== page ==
I have come to this discussion many times, with many of my virtual/internet friends. That is the idea of the “fine line.” The line between wanting to be a social human being and the need to re-charge and get away from the internet socializing. I believe this is why “breaks” or hiatus’ matter, whether we announce them or not. (Mine have become so frequent that I don’t really care anymore. If I need time to detox I shouldn’t have to tell everyone all the time I need that time to recharge, and I don’t think the normal human thinks that either.)
More and more, to connect to both the wider world, and the social one, we forgo the need for privacy, the need for time away from these things. Or rather, the time I think we should take away from the screens in our lives. Now, if I was reading this I wouldn’t need much convincing as I am, by nature, someone who prefers to be alone, to not interact on a large scale. This is often the nature of introverts, of any level on the scale, and even for extroverts, there is, at times, the need to de-charge oneself to grow more excited for the next social gathering. Both types of people add a wholeness to life.
More and more we talk about how we’re all introverts, as though shaming extroverts that they can’t have authentic, intellectual interactions, or that they are somehow inferior because they don’t naturally crave dark caves, Mr. Rochester brooding times, or moonlight to thrive. (I might like moonlight but I don’t like being in caves–they’re dank and often I feel like I’m in the perfect place to be murdered.) This isn’t to say, on the flip side, that being an introvert is bad, or that somehow we have to stop saying we are one, even if we are. But rather, I think we need to allow acknowledgement that human beings, often naturally, crave a mixture of the social and the solitude. People might be inclined to want to sway more one way or another, sometimes to unhealthy lengths, but in the end, we all want to laugh with others, seek out otherness, as well as fuel ourselves with self-reflection, or the need for time away from our fellow man to better interact with them the next time.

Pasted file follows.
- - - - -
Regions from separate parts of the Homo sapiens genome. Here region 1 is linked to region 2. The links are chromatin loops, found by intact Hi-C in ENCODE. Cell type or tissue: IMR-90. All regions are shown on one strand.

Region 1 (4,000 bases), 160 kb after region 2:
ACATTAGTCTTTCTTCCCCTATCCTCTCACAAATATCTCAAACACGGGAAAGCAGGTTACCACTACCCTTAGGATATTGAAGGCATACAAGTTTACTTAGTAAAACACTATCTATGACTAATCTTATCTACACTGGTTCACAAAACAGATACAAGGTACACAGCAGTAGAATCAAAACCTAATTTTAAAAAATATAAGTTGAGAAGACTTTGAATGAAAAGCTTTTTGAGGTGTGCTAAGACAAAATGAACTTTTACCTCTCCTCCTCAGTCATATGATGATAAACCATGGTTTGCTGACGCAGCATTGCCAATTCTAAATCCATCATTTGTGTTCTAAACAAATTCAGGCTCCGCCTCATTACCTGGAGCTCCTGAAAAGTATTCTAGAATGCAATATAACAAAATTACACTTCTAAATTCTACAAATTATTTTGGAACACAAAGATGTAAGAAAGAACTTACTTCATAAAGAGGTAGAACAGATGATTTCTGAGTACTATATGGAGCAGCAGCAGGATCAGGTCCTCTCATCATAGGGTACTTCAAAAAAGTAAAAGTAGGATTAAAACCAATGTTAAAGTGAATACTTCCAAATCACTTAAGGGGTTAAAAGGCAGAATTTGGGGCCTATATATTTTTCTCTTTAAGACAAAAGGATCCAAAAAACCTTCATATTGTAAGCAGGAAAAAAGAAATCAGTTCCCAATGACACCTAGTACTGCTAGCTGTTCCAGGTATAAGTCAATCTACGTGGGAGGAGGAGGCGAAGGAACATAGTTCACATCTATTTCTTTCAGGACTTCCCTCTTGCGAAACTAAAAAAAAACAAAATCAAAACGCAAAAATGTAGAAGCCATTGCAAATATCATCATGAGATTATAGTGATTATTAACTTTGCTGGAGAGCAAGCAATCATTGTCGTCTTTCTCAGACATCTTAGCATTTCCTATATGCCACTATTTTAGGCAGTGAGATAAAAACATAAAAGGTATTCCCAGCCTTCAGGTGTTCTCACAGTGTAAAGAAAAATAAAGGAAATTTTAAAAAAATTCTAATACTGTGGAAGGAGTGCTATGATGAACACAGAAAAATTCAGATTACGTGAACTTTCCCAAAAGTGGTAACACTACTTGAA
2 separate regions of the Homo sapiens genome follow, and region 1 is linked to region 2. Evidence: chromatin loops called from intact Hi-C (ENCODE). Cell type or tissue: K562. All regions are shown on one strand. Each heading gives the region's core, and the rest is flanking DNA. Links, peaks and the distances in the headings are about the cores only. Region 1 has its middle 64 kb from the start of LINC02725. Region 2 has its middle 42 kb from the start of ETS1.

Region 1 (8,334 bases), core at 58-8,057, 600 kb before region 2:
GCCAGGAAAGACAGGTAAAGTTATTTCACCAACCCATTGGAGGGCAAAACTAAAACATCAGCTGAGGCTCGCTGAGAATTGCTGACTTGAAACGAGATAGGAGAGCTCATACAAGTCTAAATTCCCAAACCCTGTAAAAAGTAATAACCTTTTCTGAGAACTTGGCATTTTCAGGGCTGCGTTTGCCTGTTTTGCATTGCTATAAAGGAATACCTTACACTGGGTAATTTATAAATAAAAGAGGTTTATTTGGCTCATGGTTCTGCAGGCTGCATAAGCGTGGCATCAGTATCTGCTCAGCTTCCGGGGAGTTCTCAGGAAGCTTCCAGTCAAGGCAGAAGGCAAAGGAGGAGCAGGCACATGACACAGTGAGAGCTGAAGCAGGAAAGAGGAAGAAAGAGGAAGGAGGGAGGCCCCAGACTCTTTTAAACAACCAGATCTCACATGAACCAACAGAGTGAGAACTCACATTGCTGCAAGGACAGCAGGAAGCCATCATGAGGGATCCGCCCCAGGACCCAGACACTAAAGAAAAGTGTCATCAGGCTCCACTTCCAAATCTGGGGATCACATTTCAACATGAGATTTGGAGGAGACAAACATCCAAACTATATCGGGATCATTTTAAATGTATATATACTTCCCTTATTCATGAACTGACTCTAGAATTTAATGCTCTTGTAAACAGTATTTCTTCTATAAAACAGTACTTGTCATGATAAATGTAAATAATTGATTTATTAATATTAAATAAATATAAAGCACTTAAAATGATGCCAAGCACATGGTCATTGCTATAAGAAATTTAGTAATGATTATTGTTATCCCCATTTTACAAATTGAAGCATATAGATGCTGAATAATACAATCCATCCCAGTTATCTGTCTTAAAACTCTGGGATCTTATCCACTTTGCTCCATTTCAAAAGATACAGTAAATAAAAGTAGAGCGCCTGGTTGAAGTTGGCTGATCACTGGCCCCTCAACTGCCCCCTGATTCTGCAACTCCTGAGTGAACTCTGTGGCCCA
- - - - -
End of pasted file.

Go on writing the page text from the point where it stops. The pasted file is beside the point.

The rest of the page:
This long-winded diversion is to return, at length, to my point–that as an artist on social media, we often feel we don’t deserve time off. That we aren’t allowed to be inaccessible to the wider world. That somehow, we must always be at the beck and call of our followers and audience. But I believe this to be the greater downfall of many peoples who, nowadays, gain income or at least recognition through more virtual spaces.
It is not a new concept in the scheme of human existence, to balance our social interactions with our intimate ones. To be alone allows for unhindered thought, for the often creative soul in all of us to thrive, because no matter the messages we wish to propel, the creative act, the act of mark-making, of bringing something into being in the art or creative field is a personal, often, singular experience. I believe this to be so because we are always (that I have gathered) genuinely ourselves when we have no one to consider as an audience to preform before. When we are truly alone we are at our greatest advantage to think deeply, without distractions, to live intimately with ourselves and to learn to know ourselves.
The more able you are to know yourself the more rewarding your social interactions become. Why? Because you understand what and who you are and can better serve those around you, be that for fun and festivities or for more intimate interactions both intellectually and physically. When you know yourself and wish to better yourself in the singular you can better acknowledge, confront, and engage with the world in the plural.